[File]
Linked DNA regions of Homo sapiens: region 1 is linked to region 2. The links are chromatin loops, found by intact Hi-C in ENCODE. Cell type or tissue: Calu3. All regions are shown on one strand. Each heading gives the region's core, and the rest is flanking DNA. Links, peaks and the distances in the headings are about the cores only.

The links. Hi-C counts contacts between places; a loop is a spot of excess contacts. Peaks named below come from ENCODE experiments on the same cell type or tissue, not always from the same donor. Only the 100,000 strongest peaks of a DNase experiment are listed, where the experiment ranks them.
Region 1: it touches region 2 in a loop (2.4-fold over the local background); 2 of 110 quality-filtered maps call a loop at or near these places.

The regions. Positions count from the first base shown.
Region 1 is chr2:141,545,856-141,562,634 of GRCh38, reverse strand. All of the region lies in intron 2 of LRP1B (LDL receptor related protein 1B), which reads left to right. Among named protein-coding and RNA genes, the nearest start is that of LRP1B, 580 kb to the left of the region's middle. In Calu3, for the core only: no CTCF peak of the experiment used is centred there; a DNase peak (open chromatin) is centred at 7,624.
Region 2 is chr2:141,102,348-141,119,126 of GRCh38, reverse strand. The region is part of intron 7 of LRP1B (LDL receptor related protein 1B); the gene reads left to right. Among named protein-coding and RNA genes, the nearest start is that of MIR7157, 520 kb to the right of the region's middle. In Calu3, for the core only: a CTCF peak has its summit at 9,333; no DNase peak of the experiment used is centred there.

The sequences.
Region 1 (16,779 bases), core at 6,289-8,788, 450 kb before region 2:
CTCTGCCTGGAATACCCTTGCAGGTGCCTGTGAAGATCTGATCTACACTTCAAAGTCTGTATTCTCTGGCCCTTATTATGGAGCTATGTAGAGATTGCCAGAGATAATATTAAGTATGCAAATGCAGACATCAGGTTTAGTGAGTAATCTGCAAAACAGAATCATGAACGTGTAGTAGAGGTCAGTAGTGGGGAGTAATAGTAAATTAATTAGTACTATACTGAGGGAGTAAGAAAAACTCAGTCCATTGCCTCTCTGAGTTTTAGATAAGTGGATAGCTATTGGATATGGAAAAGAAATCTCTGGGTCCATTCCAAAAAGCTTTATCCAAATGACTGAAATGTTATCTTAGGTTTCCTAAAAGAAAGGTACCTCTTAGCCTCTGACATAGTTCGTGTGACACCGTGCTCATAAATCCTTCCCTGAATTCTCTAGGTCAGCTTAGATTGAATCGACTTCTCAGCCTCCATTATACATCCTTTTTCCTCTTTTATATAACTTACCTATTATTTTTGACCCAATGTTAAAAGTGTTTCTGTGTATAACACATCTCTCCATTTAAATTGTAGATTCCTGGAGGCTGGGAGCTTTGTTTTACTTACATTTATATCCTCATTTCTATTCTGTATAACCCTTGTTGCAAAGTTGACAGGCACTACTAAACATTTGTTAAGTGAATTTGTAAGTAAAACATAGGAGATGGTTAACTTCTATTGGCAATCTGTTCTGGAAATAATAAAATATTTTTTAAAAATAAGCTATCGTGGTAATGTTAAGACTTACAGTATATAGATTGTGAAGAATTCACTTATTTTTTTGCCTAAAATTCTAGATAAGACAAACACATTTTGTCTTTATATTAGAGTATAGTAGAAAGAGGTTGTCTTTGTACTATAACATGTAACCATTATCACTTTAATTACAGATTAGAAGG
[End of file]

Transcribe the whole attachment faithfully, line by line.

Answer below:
Linked DNA regions of Homo sapiens: region 1 is linked to region 2. The links are chromatin loops, found by intact Hi-C in ENCODE. Cell type or tissue: Calu3. All regions are shown on one strand. Each heading gives the region's core, and the rest is flanking DNA. Links, peaks and the distances in the headings are about the cores only.

The links. Hi-C counts contacts between places; a loop is a spot of excess contacts. Peaks named below come from ENCODE experiments on the same cell type or tissue, not always from the same donor. Only the 100,000 strongest peaks of a DNase experiment are listed, where the experiment ranks them.
Region 1: it touches region 2 in a loop (2.4-fold over the local background); 2 of 110 quality-filtered maps call a loop at or near these places.

The regions. Positions count from the first base shown.
Region 1 is chr2:141,545,856-141,562,634 of GRCh38, reverse strand. All of the region lies in intron 2 of LRP1B (LDL receptor related protein 1B), which reads left to right. Among named protein-coding and RNA genes, the nearest start is that of LRP1B, 580 kb to the left of the region's middle. In Calu3, for the core only: no CTCF peak of the experiment used is centred there; a DNase peak (open chromatin) is centred at 7,624.
Region 2 is chr2:141,102,348-141,119,126 of GRCh38, reverse strand. The region is part of intron 7 of LRP1B (LDL receptor related protein 1B); the gene reads left to right. Among named protein-coding and RNA genes, the nearest start is that of MIR7157, 520 kb to the right of the region's middle. In Calu3, for the core only: a CTCF peak has its summit at 9,333; no DNase peak of the experiment used is centred there.

The sequences.
Region 1 (16,779 bases), core at 6,289-8,788, 450 kb before region 2:
CTCTGCCTGGAATACCCTTGCAGGTGCCTGTGAAGATCTGATCTACACTTCAAAGTCTGTATTCTCTGGCCCTTATTATGGAGCTATGTAGAGATTGCCAGAGATAATATTAAGTATGCAAATGCAGACATCAGGTTTAGTGAGTAATCTGCAAAACAGAATCATGAACGTGTAGTAGAGGTCAGTAGTGGGGAGTAATAGTAAATTAATTAGTACTATACTGAGGGAGTAAGAAAAACTCAGTCCATTGCCTCTCTGAGTTTTAGATAAGTGGATAGCTATTGGATATGGAAAAGAAATCTCTGGGTCCATTCCAAAAAGCTTTATCCAAATGACTGAAATGTTATCTTAGGTTTCCTAAAAGAAAGGTACCTCTTAGCCTCTGACATAGTTCGTGTGACACCGTGCTCATAAATCCTTCCCTGAATTCTCTAGGTCAGCTTAGATTGAATCGACTTCTCAGCCTCCATTATACATCCTTTTTCCTCTTTTATATAACTTACCTATTATTTTTGACCCAATGTTAAAAGTGTTTCTGTGTATAACACATCTCTCCATTTAAATTGTAGATTCCTGGAGGCTGGGAGCTTTGTTTTACTTACATTTATATCCTCATTTCTATTCTGTATAACCCTTGTTGCAAAGTTGACAGGCACTACTAAACATTTGTTAAGTGAATTTGTAAGTAAAACATAGGAGATGGTTAACTTCTATTGGCAATCTGTTCTGGAAATAATAAAATATTTTTTAAAAATAAGCTATCGTGGTAATGTTAAGACTTACAGTATATAGATTGTGAAGAATTCACTTATTTTTTTGCCTAAAATTCTAGATAAGACAAACACATTTTGTCTTTATATTAGAGTATAGTAGAAAGAGGTTGTCTTTGTACTATAACATGTAACCATTATCACTTTAATTACAGATTAGAAGG